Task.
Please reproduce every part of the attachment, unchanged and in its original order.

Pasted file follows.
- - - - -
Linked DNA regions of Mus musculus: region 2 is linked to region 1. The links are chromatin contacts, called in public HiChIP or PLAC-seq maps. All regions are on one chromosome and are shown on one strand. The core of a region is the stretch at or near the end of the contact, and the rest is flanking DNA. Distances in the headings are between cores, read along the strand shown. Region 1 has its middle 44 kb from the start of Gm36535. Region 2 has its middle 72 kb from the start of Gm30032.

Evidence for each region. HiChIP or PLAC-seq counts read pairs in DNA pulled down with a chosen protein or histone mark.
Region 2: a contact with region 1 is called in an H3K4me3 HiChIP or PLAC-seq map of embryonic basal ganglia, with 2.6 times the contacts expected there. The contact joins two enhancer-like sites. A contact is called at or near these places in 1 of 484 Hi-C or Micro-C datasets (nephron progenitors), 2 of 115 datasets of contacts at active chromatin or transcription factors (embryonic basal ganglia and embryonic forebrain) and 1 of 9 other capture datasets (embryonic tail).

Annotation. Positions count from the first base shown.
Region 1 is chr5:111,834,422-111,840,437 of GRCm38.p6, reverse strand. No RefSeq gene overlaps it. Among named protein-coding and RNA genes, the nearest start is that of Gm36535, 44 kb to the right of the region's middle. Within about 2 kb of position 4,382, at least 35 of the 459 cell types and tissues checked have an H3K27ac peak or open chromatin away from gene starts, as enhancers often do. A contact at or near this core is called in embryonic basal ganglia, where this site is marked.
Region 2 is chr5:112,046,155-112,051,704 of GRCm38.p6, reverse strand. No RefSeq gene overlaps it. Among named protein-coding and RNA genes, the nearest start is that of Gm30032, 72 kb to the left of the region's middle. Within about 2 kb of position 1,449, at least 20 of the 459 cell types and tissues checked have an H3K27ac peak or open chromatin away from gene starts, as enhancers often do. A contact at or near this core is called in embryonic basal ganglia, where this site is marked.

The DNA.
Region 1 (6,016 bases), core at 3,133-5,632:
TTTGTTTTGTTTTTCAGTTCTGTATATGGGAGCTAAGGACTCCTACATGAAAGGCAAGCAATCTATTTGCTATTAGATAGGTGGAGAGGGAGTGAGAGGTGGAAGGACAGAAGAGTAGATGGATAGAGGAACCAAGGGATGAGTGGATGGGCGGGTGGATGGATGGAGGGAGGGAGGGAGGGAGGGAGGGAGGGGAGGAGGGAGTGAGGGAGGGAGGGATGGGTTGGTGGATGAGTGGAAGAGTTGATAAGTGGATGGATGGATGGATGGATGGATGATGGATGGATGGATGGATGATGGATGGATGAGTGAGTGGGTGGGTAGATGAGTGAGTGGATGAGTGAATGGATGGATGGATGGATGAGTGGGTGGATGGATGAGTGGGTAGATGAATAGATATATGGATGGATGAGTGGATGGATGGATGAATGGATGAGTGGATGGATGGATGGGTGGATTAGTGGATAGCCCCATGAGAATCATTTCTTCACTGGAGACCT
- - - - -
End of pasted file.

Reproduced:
Linked DNA regions of Mus musculus: region 2 is linked to region 1. The links are chromatin contacts, called in public HiChIP or PLAC-seq maps. All regions are on one chromosome and are shown on one strand. The core of a region is the stretch at or near the end of the contact, and the rest is flanking DNA. Distances in the headings are between cores, read along the strand shown. Region 1 has its middle 44 kb from the start of Gm36535. Region 2 has its middle 72 kb from the start of Gm30032.

Evidence for each region. HiChIP or PLAC-seq counts read pairs in DNA pulled down with a chosen protein or histone mark.
Region 2: a contact with region 1 is called in an H3K4me3 HiChIP or PLAC-seq map of embryonic basal ganglia, with 2.6 times the contacts expected there. The contact joins two enhancer-like sites. A contact is called at or near these places in 1 of 484 Hi-C or Micro-C datasets (nephron progenitors), 2 of 115 datasets of contacts at active chromatin or transcription factors (embryonic basal ganglia and embryonic forebrain) and 1 of 9 other capture datasets (embryonic tail).

Annotation. Positions count from the first base shown.
Region 1 is chr5:111,834,422-111,840,437 of GRCm38.p6, reverse strand. No RefSeq gene overlaps it. Among named protein-coding and RNA genes, the nearest start is that of Gm36535, 44 kb to the right of the region's middle. Within about 2 kb of position 4,382, at least 35 of the 459 cell types and tissues checked have an H3K27ac peak or open chromatin away from gene starts, as enhancers often do. A contact at or near this core is called in embryonic basal ganglia, where this site is marked.
Region 2 is chr5:112,046,155-112,051,704 of GRCm38.p6, reverse strand. No RefSeq gene overlaps it. Among named protein-coding and RNA genes, the nearest start is that of Gm30032, 72 kb to the left of the region's middle. Within about 2 kb of position 1,449, at least 20 of the 459 cell types and tissues checked have an H3K27ac peak or open chromatin away from gene starts, as enhancers often do. A contact at or near this core is called in embryonic basal ganglia, where this site is marked.

The DNA.
Region 1 (6,016 bases), core at 3,133-5,632:
TTTGTTTTGTTTTTCAGTTCTGTATATGGGAGCTAAGGACTCCTACATGAAAGGCAAGCAATCTATTTGCTATTAGATAGGTGGAGAGGGAGTGAGAGGTGGAAGGACAGAAGAGTAGATGGATAGAGGAACCAAGGGATGAGTGGATGGGCGGGTGGATGGATGGAGGGAGGGAGGGAGGGAGGGAGGGAGGGGAGGAGGGAGTGAGGGAGGGAGGGATGGGTTGGTGGATGAGTGGAAGAGTTGATAAGTGGATGGATGGATGGATGGATGGATGATGGATGGATGGATGGATGATGGATGGATGAGTGAGTGGGTGGGTAGATGAGTGAGTGGATGAGTGAATGGATGGATGGATGGATGAGTGGGTGGATGGATGAGTGGGTAGATGAATAGATATATGGATGGATGAGTGGATGGATGGATGAATGGATGAGTGGATGGATGGATGGGTGGATTAGTGGATAGCCCCATGAGAATCATTTCTTCACTGGAGACCT